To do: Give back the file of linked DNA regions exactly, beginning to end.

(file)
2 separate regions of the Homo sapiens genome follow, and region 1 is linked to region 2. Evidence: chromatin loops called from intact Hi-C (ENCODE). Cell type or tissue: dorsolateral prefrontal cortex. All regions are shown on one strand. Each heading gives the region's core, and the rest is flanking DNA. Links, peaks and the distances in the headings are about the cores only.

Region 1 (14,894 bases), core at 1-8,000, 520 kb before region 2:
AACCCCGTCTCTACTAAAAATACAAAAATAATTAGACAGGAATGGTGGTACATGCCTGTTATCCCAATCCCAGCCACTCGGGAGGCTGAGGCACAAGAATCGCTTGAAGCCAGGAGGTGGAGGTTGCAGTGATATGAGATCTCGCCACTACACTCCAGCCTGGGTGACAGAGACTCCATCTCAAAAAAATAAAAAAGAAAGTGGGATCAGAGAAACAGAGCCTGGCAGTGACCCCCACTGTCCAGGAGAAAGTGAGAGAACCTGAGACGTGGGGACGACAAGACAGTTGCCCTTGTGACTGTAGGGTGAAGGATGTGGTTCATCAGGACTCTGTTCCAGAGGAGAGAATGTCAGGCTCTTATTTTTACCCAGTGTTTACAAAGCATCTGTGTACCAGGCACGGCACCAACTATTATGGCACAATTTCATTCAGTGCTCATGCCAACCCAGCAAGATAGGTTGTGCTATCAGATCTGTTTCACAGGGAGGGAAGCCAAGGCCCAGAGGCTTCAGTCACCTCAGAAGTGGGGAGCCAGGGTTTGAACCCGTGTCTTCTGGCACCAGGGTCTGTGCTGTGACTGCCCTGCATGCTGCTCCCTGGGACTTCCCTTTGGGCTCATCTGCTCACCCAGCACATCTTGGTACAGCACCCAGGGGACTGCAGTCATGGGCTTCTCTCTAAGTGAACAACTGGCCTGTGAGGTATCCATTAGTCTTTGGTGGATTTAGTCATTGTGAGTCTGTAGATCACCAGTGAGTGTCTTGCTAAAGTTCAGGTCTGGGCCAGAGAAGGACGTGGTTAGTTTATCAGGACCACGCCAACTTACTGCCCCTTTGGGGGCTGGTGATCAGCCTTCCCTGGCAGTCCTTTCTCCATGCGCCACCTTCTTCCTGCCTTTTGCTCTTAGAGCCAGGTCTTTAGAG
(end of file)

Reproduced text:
2 separate regions of the Homo sapiens genome follow, and region 1 is linked to region 2. Evidence: chromatin loops called from intact Hi-C (ENCODE). Cell type or tissue: dorsolateral prefrontal cortex. All regions are shown on one strand. Each heading gives the region's core, and the rest is flanking DNA. Links, peaks and the distances in the headings are about the cores only.

Region 1 (14,894 bases), core at 1-8,000, 520 kb before region 2:
AACCCCGTCTCTACTAAAAATACAAAAATAATTAGACAGGAATGGTGGTACATGCCTGTTATCCCAATCCCAGCCACTCGGGAGGCTGAGGCACAAGAATCGCTTGAAGCCAGGAGGTGGAGGTTGCAGTGATATGAGATCTCGCCACTACACTCCAGCCTGGGTGACAGAGACTCCATCTCAAAAAAATAAAAAAGAAAGTGGGATCAGAGAAACAGAGCCTGGCAGTGACCCCCACTGTCCAGGAGAAAGTGAGAGAACCTGAGACGTGGGGACGACAAGACAGTTGCCCTTGTGACTGTAGGGTGAAGGATGTGGTTCATCAGGACTCTGTTCCAGAGGAGAGAATGTCAGGCTCTTATTTTTACCCAGTGTTTACAAAGCATCTGTGTACCAGGCACGGCACCAACTATTATGGCACAATTTCATTCAGTGCTCATGCCAACCCAGCAAGATAGGTTGTGCTATCAGATCTGTTTCACAGGGAGGGAAGCCAAGGCCCAGAGGCTTCAGTCACCTCAGAAGTGGGGAGCCAGGGTTTGAACCCGTGTCTTCTGGCACCAGGGTCTGTGCTGTGACTGCCCTGCATGCTGCTCCCTGGGACTTCCCTTTGGGCTCATCTGCTCACCCAGCACATCTTGGTACAGCACCCAGGGGACTGCAGTCATGGGCTTCTCTCTAAGTGAACAACTGGCCTGTGAGGTATCCATTAGTCTTTGGTGGATTTAGTCATTGTGAGTCTGTAGATCACCAGTGAGTGTCTTGCTAAAGTTCAGGTCTGGGCCAGAGAAGGACGTGGTTAGTTTATCAGGACCACGCCAACTTACTGCCCCTTTGGGGGCTGGTGATCAGCCTTCCCTGGCAGTCCTTTCTCCATGCGCCACCTTCTTCCTGCCTTTTGCTCTTAGAGCCAGGTCTTTAGAG